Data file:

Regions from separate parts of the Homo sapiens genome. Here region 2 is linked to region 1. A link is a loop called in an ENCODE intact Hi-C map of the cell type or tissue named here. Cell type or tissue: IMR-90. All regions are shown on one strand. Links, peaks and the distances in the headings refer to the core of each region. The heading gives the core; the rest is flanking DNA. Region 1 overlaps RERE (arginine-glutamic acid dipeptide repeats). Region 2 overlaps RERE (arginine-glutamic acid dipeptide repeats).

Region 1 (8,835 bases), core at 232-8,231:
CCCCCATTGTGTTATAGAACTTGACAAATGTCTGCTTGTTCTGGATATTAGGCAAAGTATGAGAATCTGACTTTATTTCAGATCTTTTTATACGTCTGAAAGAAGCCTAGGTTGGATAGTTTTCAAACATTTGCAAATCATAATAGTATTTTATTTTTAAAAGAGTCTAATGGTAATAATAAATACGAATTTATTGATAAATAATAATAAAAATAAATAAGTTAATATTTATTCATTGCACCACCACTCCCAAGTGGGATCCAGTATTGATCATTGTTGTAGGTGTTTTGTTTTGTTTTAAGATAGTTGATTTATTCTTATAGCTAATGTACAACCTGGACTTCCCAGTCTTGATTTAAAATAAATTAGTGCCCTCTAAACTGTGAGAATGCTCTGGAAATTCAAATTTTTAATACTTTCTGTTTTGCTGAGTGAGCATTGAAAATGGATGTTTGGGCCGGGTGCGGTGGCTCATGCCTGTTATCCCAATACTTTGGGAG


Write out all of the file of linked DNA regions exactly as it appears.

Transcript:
Regions from separate parts of the Homo sapiens genome. Here region 2 is linked to region 1. A link is a loop called in an ENCODE intact Hi-C map of the cell type or tissue named here. Cell type or tissue: IMR-90. All regions are shown on one strand. Links, peaks and the distances in the headings refer to the core of each region. The heading gives the core; the rest is flanking DNA. Region 1 overlaps RERE (arginine-glutamic acid dipeptide repeats). Region 2 overlaps RERE (arginine-glutamic acid dipeptide repeats).

Region 1 (8,835 bases), core at 232-8,231:
CCCCCATTGTGTTATAGAACTTGACAAATGTCTGCTTGTTCTGGATATTAGGCAAAGTATGAGAATCTGACTTTATTTCAGATCTTTTTATACGTCTGAAAGAAGCCTAGGTTGGATAGTTTTCAAACATTTGCAAATCATAATAGTATTTTATTTTTAAAAGAGTCTAATGGTAATAATAAATACGAATTTATTGATAAATAATAATAAAAATAAATAAGTTAATATTTATTCATTGCACCACCACTCCCAAGTGGGATCCAGTATTGATCATTGTTGTAGGTGTTTTGTTTTGTTTTAAGATAGTTGATTTATTCTTATAGCTAATGTACAACCTGGACTTCCCAGTCTTGATTTAAAATAAATTAGTGCCCTCTAAACTGTGAGAATGCTCTGGAAATTCAAATTTTTAATACTTTCTGTTTTGCTGAGTGAGCATTGAAAATGGATGTTTGGGCCGGGTGCGGTGGCTCATGCCTGTTATCCCAATACTTTGGGAG